Barr Bends Over Backward To Defend Trump Over His ‘Flipping’ Remarks

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Attorney General William Barr had a longwinded and convoluted defense of President Trump Wednesday against obstruction claims related to his public attacks on Michael Cohen’s family and his praise for Paul Manafort for “refusing to break.”

In response to questions from Sen. Amy Klobuchar (D-MN), Barr bear hugged Trump’s incorrect definition of “flipping” and suggested that if Trump believes it means “succumbing to pressure” and lying, he didn’t obstruct justice.

“That is not obstruction because the President’s — the evidence, I think what the President’s lawyers would say, if this were ever actually joined, is that the President’s statements about flipping are quite clear and express and uniformly the same, which is by flipping he meant succumbing to pressure on unrelated cases to lie and compose in order to get lenient treatment. That is not — it’s a discouraging flipping in that sense, it’s not obstruction.”

After Cohen agreed to cooperate with the government in exchange for a lighter sentence for committing several types of financial crimes, Trump immediately began bashing his former lawyer and fixer on Twitter. The most notable attacks centered on suggestions that Cohen’s father-in-law had committed crimes.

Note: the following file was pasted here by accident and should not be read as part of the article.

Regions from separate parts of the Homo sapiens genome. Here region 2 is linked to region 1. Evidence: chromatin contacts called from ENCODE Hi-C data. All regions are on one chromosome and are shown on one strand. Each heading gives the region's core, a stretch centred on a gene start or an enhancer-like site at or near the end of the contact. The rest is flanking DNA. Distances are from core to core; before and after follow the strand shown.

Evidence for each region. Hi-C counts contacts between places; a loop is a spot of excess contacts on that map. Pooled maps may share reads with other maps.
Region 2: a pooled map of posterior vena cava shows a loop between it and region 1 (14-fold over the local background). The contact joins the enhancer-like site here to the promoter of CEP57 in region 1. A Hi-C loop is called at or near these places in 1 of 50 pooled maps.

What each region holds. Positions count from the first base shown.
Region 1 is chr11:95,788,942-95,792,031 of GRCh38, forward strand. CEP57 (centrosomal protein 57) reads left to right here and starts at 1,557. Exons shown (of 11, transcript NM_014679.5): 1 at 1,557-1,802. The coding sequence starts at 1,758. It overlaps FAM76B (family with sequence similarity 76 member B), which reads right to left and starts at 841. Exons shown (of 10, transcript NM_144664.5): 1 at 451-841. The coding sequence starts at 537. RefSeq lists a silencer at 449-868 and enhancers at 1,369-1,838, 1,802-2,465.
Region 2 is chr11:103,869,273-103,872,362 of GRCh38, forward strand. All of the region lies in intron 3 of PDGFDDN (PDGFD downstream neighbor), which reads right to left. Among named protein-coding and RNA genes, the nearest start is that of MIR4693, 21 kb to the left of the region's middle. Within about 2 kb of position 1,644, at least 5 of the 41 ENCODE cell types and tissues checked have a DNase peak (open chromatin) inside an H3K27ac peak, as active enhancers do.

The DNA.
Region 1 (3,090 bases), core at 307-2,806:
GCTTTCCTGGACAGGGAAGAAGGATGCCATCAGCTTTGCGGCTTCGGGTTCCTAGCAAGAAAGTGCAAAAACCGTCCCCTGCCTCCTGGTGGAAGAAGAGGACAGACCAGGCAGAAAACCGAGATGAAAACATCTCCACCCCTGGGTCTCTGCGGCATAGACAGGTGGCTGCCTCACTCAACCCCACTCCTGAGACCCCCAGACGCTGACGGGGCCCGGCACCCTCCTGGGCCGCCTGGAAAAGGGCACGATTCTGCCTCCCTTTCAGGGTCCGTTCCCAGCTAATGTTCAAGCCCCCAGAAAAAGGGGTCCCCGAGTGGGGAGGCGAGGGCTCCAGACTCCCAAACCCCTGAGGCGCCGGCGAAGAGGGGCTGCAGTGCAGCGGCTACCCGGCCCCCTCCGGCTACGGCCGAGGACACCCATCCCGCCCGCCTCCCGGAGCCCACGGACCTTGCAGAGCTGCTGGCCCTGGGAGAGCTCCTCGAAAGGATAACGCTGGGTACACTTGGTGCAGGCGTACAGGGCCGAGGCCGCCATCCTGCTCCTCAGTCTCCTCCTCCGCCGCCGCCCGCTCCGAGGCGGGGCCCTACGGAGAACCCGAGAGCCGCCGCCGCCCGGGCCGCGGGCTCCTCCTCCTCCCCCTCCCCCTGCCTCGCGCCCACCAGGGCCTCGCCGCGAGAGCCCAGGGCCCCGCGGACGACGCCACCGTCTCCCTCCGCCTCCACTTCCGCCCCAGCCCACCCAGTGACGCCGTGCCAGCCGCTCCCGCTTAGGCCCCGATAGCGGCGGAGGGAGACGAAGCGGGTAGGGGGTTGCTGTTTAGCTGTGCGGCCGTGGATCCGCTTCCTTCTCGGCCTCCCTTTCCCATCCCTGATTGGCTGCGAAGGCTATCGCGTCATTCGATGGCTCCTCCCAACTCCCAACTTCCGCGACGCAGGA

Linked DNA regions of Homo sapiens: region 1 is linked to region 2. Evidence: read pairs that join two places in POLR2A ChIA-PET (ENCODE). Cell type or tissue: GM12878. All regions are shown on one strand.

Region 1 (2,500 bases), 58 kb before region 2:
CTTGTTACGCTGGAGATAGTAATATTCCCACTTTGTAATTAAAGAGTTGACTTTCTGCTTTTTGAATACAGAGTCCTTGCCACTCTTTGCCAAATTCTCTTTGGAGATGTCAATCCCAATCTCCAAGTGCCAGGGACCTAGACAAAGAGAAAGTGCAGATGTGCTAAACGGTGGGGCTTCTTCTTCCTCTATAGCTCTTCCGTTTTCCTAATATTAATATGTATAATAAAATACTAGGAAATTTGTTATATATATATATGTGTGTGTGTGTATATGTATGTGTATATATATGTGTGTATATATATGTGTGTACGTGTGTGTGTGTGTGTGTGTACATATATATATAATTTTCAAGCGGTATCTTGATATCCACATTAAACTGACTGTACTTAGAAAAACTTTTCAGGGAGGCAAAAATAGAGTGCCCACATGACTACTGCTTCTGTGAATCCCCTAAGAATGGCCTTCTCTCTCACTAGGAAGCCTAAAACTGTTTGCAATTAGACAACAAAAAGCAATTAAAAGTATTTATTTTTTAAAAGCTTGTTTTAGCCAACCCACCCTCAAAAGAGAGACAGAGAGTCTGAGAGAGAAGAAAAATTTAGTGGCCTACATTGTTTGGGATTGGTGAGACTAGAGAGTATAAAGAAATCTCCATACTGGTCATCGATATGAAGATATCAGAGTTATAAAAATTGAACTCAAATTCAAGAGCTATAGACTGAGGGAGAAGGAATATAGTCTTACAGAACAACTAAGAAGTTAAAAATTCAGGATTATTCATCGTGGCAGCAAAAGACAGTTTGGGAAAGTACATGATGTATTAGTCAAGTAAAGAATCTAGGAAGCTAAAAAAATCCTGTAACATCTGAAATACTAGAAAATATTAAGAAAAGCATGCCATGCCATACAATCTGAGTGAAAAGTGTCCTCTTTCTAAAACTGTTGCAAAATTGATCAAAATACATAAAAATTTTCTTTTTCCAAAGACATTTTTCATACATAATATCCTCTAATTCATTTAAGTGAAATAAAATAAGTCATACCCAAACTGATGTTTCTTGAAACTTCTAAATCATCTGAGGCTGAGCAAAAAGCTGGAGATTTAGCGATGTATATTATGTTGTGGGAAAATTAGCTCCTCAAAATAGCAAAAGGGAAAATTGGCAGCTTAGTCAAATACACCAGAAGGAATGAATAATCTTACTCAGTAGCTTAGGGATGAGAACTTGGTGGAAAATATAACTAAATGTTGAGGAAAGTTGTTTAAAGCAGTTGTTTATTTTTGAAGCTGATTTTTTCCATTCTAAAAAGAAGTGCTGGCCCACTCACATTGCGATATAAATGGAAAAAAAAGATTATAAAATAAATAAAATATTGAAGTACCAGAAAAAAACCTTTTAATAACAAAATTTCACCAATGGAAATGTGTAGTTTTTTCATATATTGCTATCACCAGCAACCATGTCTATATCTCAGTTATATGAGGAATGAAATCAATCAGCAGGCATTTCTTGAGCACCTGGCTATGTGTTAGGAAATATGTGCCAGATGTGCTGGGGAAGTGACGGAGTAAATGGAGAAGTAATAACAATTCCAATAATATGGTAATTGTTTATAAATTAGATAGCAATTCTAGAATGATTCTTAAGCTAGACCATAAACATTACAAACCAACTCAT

“Do you consider that evidence to be an attempt to convince a witness to change testimony?” Klobuchar (D-MN) asked.

“No, I don’t think that could pass muster, those public statements he was making could pass muster as subornation of proof,” Barr said.

Trump’s personal lawyers also privately told Manafort during the investigation that he would be “taken care of,” according to Mueller’s report. In public Trump also called Manafort brave for “refusing to break.”

Barr said all three instances would not be “sufficient to establish” any of the three elements needed to prove obstruction.

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